A lot of the "active" chemicals in plants that have an effect on the horse have developed as a defence mechanism for the plant. For example, the chemical may be toxic against pests and animals that may eat the plant. As a plant cannot move away from a predator then this is their best form of defence.
Many of these chemicals produced by plants can be used in the horse for a number of different reasons. One point to note is that just because these are natural products does not mean that they can not have detrimental effects on the horse. Some plants are toxic and therefore feeding them to the horse can have harmful effects. Toxic plants often work by having a negative effect on the horse's digestive system which prevents them from digesting food correctly and can lead to weight loss and in some cases death. There are also other ways in which plants can have toxic effects to the horse. Prolonged use of the herbal supplements may also cause problems in some cases. It is also important that they are being given in the correct amounts in order to have the desired effects.
Examples of plants that are used in horses there are many claims as to their potential uses, a lot of these are disputed;
- Devil's claw- anti-inflammatory. These effects have been seen in humans and laboratory animals, it has been found to relieve pain from some conditions such as rheumatism. There are a lack of studies looking at this herb in the horse.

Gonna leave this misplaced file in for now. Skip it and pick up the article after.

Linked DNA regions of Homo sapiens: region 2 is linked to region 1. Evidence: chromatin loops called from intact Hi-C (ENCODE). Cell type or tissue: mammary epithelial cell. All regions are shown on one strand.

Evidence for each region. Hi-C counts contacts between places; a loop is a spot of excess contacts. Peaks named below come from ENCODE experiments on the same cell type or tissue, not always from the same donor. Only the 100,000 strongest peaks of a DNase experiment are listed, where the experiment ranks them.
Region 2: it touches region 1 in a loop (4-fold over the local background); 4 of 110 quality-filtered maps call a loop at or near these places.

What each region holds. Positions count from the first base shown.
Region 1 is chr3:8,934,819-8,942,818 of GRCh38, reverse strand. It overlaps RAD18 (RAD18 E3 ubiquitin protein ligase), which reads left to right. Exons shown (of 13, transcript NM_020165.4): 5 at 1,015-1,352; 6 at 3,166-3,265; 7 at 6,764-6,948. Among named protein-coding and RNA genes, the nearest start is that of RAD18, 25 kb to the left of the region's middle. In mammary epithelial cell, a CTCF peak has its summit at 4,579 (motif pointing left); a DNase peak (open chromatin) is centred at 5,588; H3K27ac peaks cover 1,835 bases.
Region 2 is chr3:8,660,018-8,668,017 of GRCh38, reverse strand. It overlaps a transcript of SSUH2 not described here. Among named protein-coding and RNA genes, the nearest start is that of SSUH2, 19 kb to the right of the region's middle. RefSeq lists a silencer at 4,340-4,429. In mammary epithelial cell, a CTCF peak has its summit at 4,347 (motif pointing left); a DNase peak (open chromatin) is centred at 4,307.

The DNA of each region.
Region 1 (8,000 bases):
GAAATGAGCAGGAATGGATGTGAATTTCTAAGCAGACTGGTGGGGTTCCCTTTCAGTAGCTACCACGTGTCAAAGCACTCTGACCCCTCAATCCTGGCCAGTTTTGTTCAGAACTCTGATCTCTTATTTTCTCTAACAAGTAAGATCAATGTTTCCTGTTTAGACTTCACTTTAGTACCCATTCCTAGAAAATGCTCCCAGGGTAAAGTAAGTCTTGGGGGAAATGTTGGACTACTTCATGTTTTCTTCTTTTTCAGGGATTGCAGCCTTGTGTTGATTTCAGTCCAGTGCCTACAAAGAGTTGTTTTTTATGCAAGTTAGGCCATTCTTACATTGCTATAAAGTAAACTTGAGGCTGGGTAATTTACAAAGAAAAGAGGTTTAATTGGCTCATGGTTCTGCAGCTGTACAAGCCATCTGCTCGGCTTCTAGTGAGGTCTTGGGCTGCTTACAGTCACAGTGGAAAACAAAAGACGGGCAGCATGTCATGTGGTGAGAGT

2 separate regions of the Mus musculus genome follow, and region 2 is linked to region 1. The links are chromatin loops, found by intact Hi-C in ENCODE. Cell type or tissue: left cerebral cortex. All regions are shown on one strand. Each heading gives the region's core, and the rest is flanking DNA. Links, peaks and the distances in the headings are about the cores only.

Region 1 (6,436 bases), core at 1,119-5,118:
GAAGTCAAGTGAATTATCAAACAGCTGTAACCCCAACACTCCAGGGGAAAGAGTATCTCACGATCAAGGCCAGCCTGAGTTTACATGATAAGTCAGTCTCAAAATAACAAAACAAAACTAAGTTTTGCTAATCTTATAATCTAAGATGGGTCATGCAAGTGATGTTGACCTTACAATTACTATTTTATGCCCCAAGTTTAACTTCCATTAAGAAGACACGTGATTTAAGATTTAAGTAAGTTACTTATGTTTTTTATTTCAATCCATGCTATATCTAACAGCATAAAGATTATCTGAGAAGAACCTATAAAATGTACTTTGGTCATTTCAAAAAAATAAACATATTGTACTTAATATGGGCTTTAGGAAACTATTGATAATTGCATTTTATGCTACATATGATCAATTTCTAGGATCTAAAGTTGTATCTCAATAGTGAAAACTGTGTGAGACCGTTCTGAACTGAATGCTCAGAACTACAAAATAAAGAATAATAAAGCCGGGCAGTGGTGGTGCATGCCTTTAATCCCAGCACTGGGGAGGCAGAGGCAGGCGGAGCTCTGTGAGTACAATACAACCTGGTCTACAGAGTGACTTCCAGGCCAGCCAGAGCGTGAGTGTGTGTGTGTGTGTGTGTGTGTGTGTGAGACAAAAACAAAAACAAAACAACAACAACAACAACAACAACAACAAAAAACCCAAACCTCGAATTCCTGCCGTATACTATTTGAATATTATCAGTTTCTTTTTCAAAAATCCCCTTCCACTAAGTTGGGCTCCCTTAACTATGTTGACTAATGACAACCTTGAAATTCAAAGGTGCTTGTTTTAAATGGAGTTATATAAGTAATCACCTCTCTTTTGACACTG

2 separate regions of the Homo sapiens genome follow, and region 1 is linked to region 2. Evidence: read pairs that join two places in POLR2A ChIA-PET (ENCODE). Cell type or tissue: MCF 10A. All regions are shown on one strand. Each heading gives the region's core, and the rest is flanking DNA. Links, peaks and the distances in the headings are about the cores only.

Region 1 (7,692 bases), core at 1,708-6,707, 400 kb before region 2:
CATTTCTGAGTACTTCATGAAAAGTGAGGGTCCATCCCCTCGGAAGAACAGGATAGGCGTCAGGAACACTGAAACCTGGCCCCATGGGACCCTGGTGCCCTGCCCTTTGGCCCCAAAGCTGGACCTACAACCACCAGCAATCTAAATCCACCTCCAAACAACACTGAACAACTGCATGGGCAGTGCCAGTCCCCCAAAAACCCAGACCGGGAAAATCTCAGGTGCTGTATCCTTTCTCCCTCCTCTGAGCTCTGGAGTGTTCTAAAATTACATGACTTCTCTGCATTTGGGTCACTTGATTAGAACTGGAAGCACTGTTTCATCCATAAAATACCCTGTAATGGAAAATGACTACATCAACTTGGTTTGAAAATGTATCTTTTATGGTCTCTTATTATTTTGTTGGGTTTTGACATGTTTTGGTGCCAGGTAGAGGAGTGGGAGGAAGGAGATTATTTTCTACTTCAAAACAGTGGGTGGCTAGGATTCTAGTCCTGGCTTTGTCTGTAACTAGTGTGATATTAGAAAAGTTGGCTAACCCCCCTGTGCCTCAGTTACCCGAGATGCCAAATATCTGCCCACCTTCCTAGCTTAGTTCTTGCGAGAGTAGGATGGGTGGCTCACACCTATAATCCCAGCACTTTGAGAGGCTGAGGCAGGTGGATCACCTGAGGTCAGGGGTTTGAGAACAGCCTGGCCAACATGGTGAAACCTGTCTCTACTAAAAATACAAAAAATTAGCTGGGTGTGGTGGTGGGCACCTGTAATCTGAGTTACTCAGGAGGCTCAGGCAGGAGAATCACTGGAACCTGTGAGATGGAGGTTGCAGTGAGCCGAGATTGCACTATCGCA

- Garlic- respiration (breaks up mucus), gastrointestinal function, anti-bacterial, anti-viral, anti-parasitic and insect repellent effects. There has been found to be a number of chemicals in the garlic that may have beneficial effects. Studies have been done in horses to look at these effects and many have found it to be beneficial. However, as with most supplements, toxicity can be a problem if too much is fed. Effects from this include gastric irritation, decreased sperm production and anaemia.
- Ginger- anti-inflammatory, anti-thrombitic and anti-bacterial. The effects of ginger have been looked at in horses, one study found it to reduce the recovery time after high intensity exercise. In humans ginger has been found to cause gastric ulcers, this has been theorised in horses. However, herbal supplements to relieve gastric ulcers in horses often contain ginger.
- Yucca- anti-inflammatory, anti-oxidant and anti-spasmodic effects. May also be used as a natural wormer. Many equine joint supplements contain yucca. Most of the research with yucca has been carried out in livestock species however such as cows and sheep and how it affects their digestion.
Do any of you have any experience using herbal supplements in horses?
(Some of this information is from Williams and Lamprecht (2008), The Veterinary Journal, some of the rest is my own opinion and things I have learnt whilst at university).